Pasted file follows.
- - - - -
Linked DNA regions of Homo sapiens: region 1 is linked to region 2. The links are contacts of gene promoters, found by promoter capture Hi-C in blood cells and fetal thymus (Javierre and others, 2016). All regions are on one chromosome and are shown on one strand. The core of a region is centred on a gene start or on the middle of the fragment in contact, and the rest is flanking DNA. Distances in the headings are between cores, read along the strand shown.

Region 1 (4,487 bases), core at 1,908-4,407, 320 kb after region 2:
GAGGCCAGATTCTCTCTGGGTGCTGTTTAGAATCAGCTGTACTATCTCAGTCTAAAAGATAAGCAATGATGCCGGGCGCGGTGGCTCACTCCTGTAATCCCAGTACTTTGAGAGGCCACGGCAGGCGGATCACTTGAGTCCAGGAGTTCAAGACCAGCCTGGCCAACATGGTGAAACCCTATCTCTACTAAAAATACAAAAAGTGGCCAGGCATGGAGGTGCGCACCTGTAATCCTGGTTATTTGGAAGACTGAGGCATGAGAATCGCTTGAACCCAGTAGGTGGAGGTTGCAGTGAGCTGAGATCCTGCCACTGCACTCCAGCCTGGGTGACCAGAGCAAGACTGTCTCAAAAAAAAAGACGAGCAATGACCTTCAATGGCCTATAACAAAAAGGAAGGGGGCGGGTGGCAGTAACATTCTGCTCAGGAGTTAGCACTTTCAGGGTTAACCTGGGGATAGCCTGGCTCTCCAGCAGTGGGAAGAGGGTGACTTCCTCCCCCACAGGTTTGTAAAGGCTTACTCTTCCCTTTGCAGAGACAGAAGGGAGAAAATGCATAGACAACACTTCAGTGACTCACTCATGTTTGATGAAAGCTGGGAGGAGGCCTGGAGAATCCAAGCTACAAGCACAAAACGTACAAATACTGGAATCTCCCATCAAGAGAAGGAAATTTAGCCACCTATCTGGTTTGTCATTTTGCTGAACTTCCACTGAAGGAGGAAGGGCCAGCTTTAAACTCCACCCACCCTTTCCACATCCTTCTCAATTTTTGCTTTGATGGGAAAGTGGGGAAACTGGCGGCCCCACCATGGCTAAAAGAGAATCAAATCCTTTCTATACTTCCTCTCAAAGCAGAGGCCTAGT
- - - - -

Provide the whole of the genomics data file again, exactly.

Linked DNA regions of Homo sapiens: region 1 is linked to region 2. The links are contacts of gene promoters, found by promoter capture Hi-C in blood cells and fetal thymus (Javierre and others, 2016). All regions are on one chromosome and are shown on one strand. The core of a region is centred on a gene start or on the middle of the fragment in contact, and the rest is flanking DNA. Distances in the headings are between cores, read along the strand shown.

Region 1 (4,487 bases), core at 1,908-4,407, 320 kb after region 2:
GAGGCCAGATTCTCTCTGGGTGCTGTTTAGAATCAGCTGTACTATCTCAGTCTAAAAGATAAGCAATGATGCCGGGCGCGGTGGCTCACTCCTGTAATCCCAGTACTTTGAGAGGCCACGGCAGGCGGATCACTTGAGTCCAGGAGTTCAAGACCAGCCTGGCCAACATGGTGAAACCCTATCTCTACTAAAAATACAAAAAGTGGCCAGGCATGGAGGTGCGCACCTGTAATCCTGGTTATTTGGAAGACTGAGGCATGAGAATCGCTTGAACCCAGTAGGTGGAGGTTGCAGTGAGCTGAGATCCTGCCACTGCACTCCAGCCTGGGTGACCAGAGCAAGACTGTCTCAAAAAAAAAGACGAGCAATGACCTTCAATGGCCTATAACAAAAAGGAAGGGGGCGGGTGGCAGTAACATTCTGCTCAGGAGTTAGCACTTTCAGGGTTAACCTGGGGATAGCCTGGCTCTCCAGCAGTGGGAAGAGGGTGACTTCCTCCCCCACAGGTTTGTAAAGGCTTACTCTTCCCTTTGCAGAGACAGAAGGGAGAAAATGCATAGACAACACTTCAGTGACTCACTCATGTTTGATGAAAGCTGGGAGGAGGCCTGGAGAATCCAAGCTACAAGCACAAAACGTACAAATACTGGAATCTCCCATCAAGAGAAGGAAATTTAGCCACCTATCTGGTTTGTCATTTTGCTGAACTTCCACTGAAGGAGGAAGGGCCAGCTTTAAACTCCACCCACCCTTTCCACATCCTTCTCAATTTTTGCTTTGATGGGAAAGTGGGGAAACTGGCGGCCCCACCATGGCTAAAAGAGAATCAAATCCTTTCTATACTTCCTCTCAAAGCAGAGGCCTAGT